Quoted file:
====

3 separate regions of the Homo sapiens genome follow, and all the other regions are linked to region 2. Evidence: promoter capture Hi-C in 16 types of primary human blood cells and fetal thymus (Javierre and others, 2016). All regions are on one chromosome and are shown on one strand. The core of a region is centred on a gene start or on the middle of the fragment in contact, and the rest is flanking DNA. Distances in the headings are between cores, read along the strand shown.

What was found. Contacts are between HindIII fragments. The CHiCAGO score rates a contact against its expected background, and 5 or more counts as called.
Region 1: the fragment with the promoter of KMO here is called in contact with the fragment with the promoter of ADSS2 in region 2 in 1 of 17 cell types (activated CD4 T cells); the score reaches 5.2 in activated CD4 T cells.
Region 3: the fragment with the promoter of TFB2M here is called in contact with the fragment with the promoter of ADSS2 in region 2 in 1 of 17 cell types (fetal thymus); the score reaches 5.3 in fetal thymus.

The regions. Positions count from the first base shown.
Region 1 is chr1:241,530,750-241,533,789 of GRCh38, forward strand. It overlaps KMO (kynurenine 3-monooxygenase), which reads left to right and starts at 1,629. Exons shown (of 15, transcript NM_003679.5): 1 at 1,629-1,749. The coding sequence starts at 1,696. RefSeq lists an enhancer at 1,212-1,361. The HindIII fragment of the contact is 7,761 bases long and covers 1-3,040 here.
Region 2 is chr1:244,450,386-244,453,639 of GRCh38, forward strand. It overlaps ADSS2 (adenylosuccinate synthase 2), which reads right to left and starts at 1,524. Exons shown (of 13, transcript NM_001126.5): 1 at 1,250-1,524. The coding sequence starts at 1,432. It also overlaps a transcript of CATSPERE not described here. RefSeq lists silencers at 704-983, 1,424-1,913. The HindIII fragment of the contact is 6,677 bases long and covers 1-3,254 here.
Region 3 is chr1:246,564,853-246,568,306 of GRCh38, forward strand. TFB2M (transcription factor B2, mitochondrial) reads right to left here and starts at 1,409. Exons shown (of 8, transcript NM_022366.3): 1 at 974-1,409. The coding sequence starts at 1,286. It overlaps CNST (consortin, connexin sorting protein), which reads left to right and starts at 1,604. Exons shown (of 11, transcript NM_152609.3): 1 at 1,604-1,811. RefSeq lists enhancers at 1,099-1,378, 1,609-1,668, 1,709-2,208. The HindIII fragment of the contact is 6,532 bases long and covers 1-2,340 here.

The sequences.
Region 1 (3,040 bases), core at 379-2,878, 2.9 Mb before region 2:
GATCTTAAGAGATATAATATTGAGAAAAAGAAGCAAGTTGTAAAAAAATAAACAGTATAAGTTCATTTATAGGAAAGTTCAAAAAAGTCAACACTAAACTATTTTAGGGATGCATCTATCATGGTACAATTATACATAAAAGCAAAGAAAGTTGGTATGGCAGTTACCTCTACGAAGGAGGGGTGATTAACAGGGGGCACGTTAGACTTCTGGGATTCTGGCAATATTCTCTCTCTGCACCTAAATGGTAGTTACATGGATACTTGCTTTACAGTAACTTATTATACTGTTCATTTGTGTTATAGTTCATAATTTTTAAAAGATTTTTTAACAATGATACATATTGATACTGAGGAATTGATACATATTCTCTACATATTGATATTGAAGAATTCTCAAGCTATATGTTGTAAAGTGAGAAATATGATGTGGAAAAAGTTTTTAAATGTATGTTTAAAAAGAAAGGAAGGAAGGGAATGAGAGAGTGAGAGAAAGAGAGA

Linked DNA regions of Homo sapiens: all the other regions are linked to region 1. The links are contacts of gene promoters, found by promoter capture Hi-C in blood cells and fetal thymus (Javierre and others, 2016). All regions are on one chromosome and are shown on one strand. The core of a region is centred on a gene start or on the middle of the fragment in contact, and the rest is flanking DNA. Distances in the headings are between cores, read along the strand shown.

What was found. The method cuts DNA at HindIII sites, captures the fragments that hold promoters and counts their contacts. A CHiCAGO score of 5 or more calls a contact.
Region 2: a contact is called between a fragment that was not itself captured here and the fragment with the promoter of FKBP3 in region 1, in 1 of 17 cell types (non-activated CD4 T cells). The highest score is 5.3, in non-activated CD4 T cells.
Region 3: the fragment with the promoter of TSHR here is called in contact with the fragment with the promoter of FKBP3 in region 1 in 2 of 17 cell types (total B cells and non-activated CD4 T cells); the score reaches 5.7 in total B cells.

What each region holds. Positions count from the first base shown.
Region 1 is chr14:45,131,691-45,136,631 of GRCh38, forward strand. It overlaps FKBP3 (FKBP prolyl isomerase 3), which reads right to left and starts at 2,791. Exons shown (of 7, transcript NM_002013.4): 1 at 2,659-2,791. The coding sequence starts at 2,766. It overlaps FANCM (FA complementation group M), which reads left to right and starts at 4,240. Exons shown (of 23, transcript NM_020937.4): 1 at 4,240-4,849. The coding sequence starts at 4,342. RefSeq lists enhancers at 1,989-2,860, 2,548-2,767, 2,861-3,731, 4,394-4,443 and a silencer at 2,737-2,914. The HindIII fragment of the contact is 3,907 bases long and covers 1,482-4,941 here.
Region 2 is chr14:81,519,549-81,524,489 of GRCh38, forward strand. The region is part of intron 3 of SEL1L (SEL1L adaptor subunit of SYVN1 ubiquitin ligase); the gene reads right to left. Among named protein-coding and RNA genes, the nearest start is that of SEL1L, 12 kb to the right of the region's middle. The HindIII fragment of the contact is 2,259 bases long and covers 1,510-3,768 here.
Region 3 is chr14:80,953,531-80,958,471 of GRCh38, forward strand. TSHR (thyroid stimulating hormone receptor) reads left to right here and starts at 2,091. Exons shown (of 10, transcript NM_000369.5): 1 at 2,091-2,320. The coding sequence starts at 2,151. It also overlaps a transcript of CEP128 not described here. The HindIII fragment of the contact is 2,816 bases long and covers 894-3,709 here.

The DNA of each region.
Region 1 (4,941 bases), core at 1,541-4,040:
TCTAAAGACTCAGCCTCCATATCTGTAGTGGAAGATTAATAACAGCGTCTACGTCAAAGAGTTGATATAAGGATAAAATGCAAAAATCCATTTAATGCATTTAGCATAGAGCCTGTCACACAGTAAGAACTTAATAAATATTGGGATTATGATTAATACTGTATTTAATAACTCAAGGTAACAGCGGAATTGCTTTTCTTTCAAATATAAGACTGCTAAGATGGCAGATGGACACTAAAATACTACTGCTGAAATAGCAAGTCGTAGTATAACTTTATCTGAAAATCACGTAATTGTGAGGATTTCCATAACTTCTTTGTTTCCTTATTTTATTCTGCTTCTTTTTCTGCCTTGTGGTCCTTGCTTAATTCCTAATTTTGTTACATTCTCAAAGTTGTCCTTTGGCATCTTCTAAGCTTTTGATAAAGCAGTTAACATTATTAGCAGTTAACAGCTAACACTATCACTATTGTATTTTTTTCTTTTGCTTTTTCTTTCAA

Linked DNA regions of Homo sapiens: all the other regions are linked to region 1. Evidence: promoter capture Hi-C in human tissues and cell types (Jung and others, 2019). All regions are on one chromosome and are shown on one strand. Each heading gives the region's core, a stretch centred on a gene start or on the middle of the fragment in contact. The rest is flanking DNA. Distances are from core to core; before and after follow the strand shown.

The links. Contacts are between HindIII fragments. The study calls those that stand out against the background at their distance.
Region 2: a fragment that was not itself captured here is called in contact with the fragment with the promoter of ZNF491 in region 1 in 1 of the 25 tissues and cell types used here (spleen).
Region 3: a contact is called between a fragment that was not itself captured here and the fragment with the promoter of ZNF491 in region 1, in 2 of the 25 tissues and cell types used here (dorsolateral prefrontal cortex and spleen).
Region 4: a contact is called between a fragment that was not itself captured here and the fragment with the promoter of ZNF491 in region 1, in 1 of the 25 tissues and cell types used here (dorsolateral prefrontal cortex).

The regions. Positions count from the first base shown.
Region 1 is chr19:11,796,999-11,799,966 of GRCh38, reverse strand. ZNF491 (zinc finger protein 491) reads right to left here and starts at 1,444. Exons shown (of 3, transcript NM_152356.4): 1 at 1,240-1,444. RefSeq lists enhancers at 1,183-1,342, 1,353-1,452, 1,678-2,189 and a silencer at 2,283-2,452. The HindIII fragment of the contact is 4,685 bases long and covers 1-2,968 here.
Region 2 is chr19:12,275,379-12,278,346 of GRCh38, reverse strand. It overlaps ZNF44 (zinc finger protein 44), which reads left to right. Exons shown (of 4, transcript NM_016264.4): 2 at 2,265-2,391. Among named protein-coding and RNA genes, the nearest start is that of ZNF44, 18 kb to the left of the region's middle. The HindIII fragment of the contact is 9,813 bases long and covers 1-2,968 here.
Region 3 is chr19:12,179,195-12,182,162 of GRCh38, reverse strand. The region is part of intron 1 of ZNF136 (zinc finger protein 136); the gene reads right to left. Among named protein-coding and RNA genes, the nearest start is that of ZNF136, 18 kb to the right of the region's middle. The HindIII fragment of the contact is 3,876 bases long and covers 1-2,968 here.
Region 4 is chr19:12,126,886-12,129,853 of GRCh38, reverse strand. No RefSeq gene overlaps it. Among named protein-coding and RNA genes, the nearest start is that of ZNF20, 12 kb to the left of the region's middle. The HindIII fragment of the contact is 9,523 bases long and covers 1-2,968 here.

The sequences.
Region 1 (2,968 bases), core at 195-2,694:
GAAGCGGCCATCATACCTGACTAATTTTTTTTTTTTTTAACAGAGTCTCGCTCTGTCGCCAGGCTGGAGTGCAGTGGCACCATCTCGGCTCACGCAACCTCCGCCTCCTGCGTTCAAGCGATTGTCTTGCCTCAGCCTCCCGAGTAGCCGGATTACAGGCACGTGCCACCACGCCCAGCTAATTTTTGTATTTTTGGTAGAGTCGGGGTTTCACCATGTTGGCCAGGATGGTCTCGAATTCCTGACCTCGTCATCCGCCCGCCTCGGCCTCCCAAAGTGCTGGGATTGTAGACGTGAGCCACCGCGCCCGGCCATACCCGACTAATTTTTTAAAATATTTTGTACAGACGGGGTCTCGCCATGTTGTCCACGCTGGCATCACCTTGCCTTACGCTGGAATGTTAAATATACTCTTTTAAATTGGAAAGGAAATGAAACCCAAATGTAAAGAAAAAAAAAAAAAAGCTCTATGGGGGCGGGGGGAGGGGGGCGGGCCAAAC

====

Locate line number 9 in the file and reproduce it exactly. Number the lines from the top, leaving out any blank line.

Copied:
The sequences.